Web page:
Why Is The Value Of Wholesalers Obvious To All But The Home Office?

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It might seem like cataloging the obvious, but most observers have long maintained that field and internal wholesalers are the guts and the heart of the life insurance business.

In spite of the on-again, off-again support from their home offices and strategy du jour directions from on top, these folks have created real value by bringing sales to their firms and are the front line of the changes in how life insurance is sold.

They are also in the forefront of the chaos arising from the necessary introduction of multiple distribution channel management selling models. The rapid and copycat product development skills of life insurers have made it almost impossible to compete on long-term product advantages alone. And, the failure of the direct models to be economically viable have made the value of the wholesaling function even more obvious. Obvious to all, it seems, except to many home offices and life insurance CEOs.

When I was a consultant for McKinsey and Company, our finance people and actuaries crunched numbers, ripped apart the life insurance business system and studied where the value drivers were in the life insurance business. To nobodys great surprise, distribution accounted for more than 80% of the value created or lost in the life insurance business system. Its where the action is and its where the battles are won and lost.

Or, to put it in management consultantese, distribution is the spot in the business model that has the greatest economic and market leverage.

Yet, when I speak with independent wholesalers or wholesalers of life insurers or insurance home office execs, it still boggles my mind how under-resourced and under-appreciated field and internal wholesalers are.

Few home offices can adequately measure the value created by their wholesaling salesforce and few understand which investments are vital in this channel and which are wasted. Its looked upon as a necessary evil and as kind of a black hole where money gets poured in one end and somehow sales come out the other.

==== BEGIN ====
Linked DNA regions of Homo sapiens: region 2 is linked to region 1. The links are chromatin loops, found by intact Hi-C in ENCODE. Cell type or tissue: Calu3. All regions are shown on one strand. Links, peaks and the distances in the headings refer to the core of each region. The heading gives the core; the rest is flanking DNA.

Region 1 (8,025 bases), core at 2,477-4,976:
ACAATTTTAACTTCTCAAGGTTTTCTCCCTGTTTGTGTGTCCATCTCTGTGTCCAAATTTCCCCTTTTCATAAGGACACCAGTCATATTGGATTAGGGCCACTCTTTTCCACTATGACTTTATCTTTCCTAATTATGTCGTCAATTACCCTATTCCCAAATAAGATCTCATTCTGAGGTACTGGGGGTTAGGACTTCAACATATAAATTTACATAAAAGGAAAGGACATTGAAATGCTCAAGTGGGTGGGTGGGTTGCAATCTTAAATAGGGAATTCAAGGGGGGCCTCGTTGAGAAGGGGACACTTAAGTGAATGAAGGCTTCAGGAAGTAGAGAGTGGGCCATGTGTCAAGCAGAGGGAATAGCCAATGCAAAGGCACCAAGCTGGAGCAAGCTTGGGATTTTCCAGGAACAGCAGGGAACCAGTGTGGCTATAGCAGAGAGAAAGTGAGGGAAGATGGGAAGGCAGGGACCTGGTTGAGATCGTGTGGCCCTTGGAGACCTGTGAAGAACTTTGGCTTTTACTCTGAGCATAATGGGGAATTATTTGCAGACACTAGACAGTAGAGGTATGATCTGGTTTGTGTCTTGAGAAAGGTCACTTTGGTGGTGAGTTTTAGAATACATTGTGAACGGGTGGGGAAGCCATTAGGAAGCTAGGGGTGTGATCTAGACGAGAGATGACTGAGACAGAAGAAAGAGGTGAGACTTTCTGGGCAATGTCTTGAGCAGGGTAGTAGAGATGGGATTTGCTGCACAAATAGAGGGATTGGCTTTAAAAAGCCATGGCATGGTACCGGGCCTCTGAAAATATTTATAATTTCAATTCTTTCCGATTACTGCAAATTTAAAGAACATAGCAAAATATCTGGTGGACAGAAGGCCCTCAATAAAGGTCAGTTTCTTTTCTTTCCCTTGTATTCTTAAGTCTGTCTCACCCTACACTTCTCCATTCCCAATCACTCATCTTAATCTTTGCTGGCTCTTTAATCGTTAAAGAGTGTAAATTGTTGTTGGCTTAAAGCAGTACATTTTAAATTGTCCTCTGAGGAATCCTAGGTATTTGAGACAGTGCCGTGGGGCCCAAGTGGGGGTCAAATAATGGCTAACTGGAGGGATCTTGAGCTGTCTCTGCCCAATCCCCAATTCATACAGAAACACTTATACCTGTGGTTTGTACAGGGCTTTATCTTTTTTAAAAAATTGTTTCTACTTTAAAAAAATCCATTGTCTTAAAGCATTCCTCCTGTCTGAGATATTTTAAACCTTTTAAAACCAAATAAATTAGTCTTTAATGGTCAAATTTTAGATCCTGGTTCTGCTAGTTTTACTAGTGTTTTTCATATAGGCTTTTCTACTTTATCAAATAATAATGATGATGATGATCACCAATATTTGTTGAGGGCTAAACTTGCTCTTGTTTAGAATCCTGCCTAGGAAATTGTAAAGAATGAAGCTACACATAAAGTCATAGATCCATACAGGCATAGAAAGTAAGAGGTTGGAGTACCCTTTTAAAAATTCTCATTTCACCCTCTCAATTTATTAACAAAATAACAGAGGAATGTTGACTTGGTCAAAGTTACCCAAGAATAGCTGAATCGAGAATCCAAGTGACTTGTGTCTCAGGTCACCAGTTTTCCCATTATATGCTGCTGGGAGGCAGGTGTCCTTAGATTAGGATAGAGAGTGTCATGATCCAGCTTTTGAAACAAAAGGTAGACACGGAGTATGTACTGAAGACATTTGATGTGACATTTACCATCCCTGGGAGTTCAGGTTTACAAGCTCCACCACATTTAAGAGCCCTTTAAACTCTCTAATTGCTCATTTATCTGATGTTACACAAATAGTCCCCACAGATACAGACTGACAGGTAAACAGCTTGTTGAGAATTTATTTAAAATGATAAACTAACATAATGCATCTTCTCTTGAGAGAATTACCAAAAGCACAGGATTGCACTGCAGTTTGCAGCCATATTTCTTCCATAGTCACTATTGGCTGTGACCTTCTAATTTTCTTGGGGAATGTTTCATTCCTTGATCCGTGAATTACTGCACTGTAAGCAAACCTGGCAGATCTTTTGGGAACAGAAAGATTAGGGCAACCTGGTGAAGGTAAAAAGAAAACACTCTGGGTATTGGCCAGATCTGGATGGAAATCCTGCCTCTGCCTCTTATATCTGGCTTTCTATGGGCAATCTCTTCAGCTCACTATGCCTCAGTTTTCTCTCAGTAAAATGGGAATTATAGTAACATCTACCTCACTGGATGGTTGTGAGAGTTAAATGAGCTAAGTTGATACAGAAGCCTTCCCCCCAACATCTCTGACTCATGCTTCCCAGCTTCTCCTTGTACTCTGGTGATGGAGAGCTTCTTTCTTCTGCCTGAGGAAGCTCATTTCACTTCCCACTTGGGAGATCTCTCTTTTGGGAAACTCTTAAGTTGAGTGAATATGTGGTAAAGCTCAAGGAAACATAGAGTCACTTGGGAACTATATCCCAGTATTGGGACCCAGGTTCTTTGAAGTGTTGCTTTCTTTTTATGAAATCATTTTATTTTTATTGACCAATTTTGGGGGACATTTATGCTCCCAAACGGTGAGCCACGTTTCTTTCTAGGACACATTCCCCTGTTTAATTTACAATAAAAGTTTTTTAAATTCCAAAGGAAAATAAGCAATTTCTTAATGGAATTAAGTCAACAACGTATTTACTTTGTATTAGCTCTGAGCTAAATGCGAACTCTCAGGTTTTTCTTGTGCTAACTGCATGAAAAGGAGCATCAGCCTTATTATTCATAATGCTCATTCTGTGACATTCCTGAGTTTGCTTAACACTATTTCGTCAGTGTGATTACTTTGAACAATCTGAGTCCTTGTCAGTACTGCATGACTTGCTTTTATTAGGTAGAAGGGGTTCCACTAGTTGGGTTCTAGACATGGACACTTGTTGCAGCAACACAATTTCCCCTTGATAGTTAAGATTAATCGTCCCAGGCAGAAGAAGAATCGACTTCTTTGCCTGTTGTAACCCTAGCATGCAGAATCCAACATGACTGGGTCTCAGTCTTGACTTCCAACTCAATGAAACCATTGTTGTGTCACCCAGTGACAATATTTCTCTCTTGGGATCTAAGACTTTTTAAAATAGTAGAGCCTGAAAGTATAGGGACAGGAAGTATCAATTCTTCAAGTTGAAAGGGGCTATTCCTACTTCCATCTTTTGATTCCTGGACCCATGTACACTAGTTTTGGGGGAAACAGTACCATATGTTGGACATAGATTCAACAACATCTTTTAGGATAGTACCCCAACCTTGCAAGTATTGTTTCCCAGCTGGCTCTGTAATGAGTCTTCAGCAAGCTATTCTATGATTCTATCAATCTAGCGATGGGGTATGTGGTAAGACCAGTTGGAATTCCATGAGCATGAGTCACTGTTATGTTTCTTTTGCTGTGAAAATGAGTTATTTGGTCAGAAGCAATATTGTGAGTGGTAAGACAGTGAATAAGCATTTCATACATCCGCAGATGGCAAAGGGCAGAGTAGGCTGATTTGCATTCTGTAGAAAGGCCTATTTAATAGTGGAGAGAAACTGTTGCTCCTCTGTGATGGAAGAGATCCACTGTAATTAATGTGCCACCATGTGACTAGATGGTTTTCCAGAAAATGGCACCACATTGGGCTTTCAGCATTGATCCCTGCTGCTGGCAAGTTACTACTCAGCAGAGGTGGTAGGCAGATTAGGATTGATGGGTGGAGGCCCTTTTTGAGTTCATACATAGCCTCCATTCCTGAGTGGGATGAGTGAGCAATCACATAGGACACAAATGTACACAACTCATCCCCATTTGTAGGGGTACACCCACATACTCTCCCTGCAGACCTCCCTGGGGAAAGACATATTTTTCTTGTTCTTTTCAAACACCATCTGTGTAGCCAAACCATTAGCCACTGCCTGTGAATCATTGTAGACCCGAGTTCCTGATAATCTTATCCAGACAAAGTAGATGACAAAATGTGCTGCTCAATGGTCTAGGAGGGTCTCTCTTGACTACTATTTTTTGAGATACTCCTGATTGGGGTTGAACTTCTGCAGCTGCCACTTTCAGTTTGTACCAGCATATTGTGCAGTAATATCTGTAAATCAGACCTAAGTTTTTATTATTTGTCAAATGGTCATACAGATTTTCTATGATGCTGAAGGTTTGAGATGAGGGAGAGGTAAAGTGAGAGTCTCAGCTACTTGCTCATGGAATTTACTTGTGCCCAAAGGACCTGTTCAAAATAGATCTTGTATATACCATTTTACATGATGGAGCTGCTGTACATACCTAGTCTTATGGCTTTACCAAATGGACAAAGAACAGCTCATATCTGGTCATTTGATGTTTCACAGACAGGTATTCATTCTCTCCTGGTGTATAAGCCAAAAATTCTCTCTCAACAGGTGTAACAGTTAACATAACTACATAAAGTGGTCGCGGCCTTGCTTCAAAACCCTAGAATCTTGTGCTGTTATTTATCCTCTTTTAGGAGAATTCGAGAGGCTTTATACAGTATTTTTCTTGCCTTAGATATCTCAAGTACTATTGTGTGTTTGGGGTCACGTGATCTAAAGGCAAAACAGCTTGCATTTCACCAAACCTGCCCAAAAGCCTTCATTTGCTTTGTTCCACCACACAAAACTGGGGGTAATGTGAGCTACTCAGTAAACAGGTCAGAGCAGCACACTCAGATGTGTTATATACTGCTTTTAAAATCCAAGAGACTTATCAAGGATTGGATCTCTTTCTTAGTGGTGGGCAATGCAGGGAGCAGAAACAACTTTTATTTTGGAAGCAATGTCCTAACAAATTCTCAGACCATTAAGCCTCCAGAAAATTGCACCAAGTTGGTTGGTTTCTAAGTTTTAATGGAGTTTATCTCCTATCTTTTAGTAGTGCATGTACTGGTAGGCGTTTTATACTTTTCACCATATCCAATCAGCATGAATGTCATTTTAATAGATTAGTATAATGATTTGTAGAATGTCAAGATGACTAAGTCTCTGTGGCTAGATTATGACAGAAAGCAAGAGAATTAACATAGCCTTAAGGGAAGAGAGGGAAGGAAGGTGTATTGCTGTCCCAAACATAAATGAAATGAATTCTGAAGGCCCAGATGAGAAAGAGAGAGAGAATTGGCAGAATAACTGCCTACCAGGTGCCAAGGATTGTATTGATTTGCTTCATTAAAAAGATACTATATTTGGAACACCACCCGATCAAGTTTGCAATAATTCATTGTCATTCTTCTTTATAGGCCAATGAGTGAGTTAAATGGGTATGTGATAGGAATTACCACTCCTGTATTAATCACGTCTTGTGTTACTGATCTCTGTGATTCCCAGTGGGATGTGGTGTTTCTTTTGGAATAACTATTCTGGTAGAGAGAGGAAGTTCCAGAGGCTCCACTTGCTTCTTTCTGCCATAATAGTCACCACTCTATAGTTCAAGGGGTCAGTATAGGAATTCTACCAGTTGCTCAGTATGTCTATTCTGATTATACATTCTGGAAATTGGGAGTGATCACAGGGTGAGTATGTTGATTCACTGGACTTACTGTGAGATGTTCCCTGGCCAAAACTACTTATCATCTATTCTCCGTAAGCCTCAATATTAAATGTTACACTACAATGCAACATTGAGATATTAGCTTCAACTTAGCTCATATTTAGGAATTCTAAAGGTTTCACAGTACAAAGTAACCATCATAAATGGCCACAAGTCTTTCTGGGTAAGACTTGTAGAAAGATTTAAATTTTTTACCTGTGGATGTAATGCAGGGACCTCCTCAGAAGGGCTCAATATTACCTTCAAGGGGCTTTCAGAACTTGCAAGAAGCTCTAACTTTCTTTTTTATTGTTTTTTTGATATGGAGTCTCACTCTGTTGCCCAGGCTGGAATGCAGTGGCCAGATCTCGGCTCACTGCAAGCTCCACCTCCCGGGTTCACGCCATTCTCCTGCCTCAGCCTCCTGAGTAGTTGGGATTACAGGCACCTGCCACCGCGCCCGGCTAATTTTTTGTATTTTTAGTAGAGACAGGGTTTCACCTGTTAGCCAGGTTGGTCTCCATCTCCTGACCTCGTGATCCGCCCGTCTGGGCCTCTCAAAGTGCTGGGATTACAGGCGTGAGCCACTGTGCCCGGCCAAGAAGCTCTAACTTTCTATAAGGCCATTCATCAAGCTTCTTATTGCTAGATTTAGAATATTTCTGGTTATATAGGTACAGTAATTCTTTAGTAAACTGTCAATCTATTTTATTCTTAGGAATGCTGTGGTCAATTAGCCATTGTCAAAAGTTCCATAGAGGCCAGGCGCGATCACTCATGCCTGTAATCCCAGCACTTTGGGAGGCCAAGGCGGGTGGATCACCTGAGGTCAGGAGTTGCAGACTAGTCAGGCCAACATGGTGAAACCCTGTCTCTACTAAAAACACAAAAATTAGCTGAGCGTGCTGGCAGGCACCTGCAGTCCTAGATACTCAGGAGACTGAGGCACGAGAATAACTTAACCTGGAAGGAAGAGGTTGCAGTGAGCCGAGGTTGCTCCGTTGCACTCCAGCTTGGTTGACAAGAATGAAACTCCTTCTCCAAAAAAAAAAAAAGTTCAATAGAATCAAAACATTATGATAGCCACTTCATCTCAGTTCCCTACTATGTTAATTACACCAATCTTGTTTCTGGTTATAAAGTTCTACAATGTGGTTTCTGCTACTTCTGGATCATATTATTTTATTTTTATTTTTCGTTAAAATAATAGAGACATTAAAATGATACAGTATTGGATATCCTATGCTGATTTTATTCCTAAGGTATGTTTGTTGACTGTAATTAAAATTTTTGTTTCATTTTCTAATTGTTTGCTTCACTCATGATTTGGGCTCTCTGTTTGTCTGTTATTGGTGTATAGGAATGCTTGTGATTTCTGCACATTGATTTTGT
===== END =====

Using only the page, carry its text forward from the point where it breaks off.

There is no industry association for internal and external wholesalers. There are no industry designations, awards, sales training programs, personal development programs or career ladders. Budgets are being cut for unstrategic reasons, territories are constantly being redefined, and new–and less generous–compensation systems are being implemented with almost no input from the wholesaler field force.

Very few people truly know what a good wholesaler does and, other than the groundbreaking research by Russ Prince, few know how a wholesaler adds value to clients and how that value has been changing over the past few years. (See chart.)

Two recent experiences brought home this problem in very vivid terms to me. I recently had lunch in the executive dining room of a life insurance home office. This was one of several executive dining rooms and, I believe, the most opulent. The menu was French, the wine was expensive and the corporate chefs came out personally to describe our choices for lunch. There were more men in white coats than you see in an insane asylum.

Over Pinot Noir and the asparagus appetizer, the CEO and his executive team wanted to discuss the usual topic: “How can we cut our distribution costs while increasing our revenue?”

During the discussion I asked the group if they had ever been into the field and the answer, was, of course, they had. They have an annual sales meeting and the group was recently taken “into the field” by a large consulting firm. They described this event as if they had gone to Africa on one of those “safe” safaris: They saw the animals, but from a safe distance.

I asked the group if they could describe for me the purpose of their wholesaling salesforce. The answers I received would be typical of almost all life insurance execs: